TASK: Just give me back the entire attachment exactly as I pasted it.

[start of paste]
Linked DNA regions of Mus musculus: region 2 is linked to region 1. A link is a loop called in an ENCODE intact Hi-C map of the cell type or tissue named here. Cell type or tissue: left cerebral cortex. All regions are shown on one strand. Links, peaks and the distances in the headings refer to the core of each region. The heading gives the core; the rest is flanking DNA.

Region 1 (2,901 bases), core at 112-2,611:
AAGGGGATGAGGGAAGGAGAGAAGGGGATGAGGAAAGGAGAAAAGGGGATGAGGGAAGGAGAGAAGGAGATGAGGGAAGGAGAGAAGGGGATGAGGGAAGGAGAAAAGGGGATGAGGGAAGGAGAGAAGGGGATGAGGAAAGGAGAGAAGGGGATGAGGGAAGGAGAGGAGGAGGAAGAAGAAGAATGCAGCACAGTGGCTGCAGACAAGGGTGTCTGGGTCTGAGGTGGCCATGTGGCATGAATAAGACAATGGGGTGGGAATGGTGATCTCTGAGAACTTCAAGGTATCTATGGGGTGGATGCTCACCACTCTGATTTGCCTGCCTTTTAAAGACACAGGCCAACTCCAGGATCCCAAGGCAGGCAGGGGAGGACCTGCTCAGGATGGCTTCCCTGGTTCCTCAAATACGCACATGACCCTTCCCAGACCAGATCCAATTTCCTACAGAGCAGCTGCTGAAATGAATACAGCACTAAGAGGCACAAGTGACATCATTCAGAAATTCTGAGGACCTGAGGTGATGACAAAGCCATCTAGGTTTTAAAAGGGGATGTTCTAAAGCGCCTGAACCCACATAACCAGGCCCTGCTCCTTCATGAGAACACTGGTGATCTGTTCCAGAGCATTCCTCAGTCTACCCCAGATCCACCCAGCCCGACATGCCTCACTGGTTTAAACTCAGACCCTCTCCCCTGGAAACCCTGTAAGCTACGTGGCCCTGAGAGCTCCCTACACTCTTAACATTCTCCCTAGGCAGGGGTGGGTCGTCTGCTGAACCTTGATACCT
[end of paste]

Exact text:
Linked DNA regions of Mus musculus: region 2 is linked to region 1. A link is a loop called in an ENCODE intact Hi-C map of the cell type or tissue named here. Cell type or tissue: left cerebral cortex. All regions are shown on one strand. Links, peaks and the distances in the headings refer to the core of each region. The heading gives the core; the rest is flanking DNA.

Region 1 (2,901 bases), core at 112-2,611:
AAGGGGATGAGGGAAGGAGAGAAGGGGATGAGGAAAGGAGAAAAGGGGATGAGGGAAGGAGAGAAGGAGATGAGGGAAGGAGAGAAGGGGATGAGGGAAGGAGAAAAGGGGATGAGGGAAGGAGAGAAGGGGATGAGGAAAGGAGAGAAGGGGATGAGGGAAGGAGAGGAGGAGGAAGAAGAAGAATGCAGCACAGTGGCTGCAGACAAGGGTGTCTGGGTCTGAGGTGGCCATGTGGCATGAATAAGACAATGGGGTGGGAATGGTGATCTCTGAGAACTTCAAGGTATCTATGGGGTGGATGCTCACCACTCTGATTTGCCTGCCTTTTAAAGACACAGGCCAACTCCAGGATCCCAAGGCAGGCAGGGGAGGACCTGCTCAGGATGGCTTCCCTGGTTCCTCAAATACGCACATGACCCTTCCCAGACCAGATCCAATTTCCTACAGAGCAGCTGCTGAAATGAATACAGCACTAAGAGGCACAAGTGACATCATTCAGAAATTCTGAGGACCTGAGGTGATGACAAAGCCATCTAGGTTTTAAAAGGGGATGTTCTAAAGCGCCTGAACCCACATAACCAGGCCCTGCTCCTTCATGAGAACACTGGTGATCTGTTCCAGAGCATTCCTCAGTCTACCCCAGATCCACCCAGCCCGACATGCCTCACTGGTTTAAACTCAGACCCTCTCCCCTGGAAACCCTGTAAGCTACGTGGCCCTGAGAGCTCCCTACACTCTTAACATTCTCCCTAGGCAGGGGTGGGTCGTCTGCTGAACCTTGATACCT